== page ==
Thanksgiving – sensory treat, or a sensory threat?

Thanksgiving, generally advertised as an opportunity to practice gratitude, spend time with your extended family, maybe eat a bit too much, and then hit the stores for Black Friday.  All your personal values rolled into one long weekend.  Sounds perfect in every way, unless you view this as a sensory torture fest. Thanksgiving: a sensory treat or a sensory threat?

Image result for free picture thanksgivingThis topic of extended time with family members is generally brought up several times a week for the months of November and December.  There is considerable pressure to socialize, eat, shop, and be merry, but this may not be a good match for my client base.  How to navigate the choppy waters?  Here are some tips:

  • What are your values around major holidays and social gatherings?
    • Do you value family time in a group, or 1:1?
    • Do you prefer structured time, such as playing board games, or maybe you prefer competitive debates about politics and such?
    • Do you value solitude, and can manage the energy for only one event a week?
    • Once you know what you value and prefer, you can prioritize these events in your schedule. Let others know ahead of time how you intend to use your holiday time, and gather support for your choices.
  • Consider your values around food, food gatherings, and the socialization of meals.
    • Can you handle people chewing, or the varying textures of the foods?
    • Can you handle someone making your favorite casserole with a new ingredient (nooo!) or do you avoid casseroles all together (gross, food touching!)?
    • Is a noisy meal too much, and if so, can you arrange for a quieter and still meaningful gathering? Do you enjoy cooking and sharing your creations with others?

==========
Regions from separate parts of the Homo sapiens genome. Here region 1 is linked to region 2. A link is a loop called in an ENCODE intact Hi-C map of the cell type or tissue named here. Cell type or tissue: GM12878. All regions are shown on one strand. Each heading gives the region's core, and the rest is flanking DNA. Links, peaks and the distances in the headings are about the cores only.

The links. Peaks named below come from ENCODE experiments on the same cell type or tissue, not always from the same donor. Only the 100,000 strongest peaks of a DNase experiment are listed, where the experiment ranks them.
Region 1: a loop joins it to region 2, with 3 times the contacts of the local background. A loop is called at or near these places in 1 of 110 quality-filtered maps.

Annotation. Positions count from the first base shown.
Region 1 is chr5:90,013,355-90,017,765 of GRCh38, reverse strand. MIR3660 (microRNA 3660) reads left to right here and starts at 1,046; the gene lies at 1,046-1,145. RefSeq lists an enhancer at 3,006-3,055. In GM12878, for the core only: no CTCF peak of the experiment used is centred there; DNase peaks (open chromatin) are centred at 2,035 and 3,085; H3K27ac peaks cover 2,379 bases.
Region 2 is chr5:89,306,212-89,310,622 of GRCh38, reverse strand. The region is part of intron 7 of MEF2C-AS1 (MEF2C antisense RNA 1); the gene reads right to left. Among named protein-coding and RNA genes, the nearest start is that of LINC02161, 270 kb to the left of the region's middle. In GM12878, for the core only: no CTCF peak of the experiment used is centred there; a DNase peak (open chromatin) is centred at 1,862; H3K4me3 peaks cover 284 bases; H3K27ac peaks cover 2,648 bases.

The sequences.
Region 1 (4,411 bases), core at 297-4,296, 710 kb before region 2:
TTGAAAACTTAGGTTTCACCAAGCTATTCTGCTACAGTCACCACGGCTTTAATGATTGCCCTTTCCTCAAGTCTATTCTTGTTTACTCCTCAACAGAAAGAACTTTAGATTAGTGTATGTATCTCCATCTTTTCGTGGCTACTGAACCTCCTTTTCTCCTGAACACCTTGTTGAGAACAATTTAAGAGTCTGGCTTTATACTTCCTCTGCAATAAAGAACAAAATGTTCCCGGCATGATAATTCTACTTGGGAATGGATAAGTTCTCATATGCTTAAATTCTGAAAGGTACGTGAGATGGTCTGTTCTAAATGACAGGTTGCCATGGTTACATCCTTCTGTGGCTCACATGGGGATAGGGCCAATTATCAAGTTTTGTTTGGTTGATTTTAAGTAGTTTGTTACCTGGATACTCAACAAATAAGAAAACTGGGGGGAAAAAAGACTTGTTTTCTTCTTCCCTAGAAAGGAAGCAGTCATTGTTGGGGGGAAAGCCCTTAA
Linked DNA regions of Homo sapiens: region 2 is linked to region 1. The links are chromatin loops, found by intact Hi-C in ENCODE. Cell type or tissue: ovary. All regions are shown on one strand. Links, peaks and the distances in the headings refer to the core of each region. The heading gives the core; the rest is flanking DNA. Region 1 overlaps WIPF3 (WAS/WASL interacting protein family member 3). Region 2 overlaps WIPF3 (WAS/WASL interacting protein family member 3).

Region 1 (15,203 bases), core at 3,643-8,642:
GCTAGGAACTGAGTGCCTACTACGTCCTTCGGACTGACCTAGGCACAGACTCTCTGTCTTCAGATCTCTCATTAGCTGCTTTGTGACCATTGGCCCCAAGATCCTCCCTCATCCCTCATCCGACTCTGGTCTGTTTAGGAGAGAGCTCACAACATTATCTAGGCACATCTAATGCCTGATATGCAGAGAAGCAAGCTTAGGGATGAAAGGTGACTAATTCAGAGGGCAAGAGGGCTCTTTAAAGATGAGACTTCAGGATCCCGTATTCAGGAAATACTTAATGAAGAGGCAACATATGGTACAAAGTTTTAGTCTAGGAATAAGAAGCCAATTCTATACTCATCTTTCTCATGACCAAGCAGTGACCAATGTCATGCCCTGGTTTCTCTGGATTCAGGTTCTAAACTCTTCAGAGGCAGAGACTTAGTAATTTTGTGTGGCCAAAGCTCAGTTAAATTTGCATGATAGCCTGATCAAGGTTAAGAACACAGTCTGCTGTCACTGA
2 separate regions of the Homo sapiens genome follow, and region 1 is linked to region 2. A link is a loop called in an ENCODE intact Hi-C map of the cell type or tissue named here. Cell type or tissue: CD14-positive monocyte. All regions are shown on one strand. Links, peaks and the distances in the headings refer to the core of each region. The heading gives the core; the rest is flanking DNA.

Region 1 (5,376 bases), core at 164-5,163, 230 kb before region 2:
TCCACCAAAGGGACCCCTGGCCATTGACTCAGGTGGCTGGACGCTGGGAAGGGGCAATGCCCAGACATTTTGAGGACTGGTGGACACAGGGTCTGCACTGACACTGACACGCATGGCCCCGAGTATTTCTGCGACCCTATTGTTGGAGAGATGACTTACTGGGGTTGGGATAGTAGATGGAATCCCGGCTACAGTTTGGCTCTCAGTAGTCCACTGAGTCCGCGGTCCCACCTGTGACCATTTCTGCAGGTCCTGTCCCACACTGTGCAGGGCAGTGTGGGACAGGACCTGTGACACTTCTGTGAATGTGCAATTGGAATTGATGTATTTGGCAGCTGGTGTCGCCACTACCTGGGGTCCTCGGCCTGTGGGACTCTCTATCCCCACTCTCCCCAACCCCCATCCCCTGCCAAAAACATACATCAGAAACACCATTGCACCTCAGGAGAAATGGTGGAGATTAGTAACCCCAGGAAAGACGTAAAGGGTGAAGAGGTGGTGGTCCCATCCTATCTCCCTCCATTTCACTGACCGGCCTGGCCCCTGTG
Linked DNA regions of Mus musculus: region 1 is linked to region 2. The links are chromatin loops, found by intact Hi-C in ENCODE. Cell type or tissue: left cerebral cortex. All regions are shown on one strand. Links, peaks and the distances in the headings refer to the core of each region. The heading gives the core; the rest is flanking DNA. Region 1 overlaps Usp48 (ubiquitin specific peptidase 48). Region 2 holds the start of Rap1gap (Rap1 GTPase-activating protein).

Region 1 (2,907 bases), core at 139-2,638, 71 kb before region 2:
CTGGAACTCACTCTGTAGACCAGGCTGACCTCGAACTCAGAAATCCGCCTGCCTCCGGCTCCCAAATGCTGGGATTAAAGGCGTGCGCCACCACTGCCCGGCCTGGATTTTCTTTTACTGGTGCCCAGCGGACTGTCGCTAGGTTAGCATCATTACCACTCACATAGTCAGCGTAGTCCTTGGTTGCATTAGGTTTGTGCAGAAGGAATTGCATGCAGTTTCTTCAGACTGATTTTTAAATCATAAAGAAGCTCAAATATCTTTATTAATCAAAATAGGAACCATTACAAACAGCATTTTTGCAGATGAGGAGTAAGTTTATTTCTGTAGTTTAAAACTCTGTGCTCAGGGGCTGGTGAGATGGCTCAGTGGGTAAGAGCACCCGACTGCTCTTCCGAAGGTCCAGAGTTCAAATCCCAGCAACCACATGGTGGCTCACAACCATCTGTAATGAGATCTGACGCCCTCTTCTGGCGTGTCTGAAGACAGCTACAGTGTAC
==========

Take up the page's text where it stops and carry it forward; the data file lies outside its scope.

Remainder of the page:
• Let your sensory needs and your values guide your decision making. There will be much pressure (Just try one bite! I swear you will love this [insert aversive food here]!) to bend, comply, and meet the standards of others.  You certainly can bend and comply, and that is a valid choice.  You can also assert yourself, based on your needs and values.
  • Consider your values around shopping.
    • Do you live for Black Friday, the thrill of the hunt, and the victory of the special purchase?
    • Do you prefer online shopping?
    • Do you prefer to avoid the entire event, and consider such commercialism an affront?
    • Again, know your values, prioritize your time accordingly.

The holidays can be a lovely time with friends, family, and values guided living.  Alternately, the holidays can be something to “survive” or avoid, especially if your needs don’t match the cultural expectations of your family.  One version sounds filled with meaning and personal connection, and the other version sounds stressful.  There will probably be some bending on both sides of this holiday equation.  Living according to your values will be part of a winning strategy!


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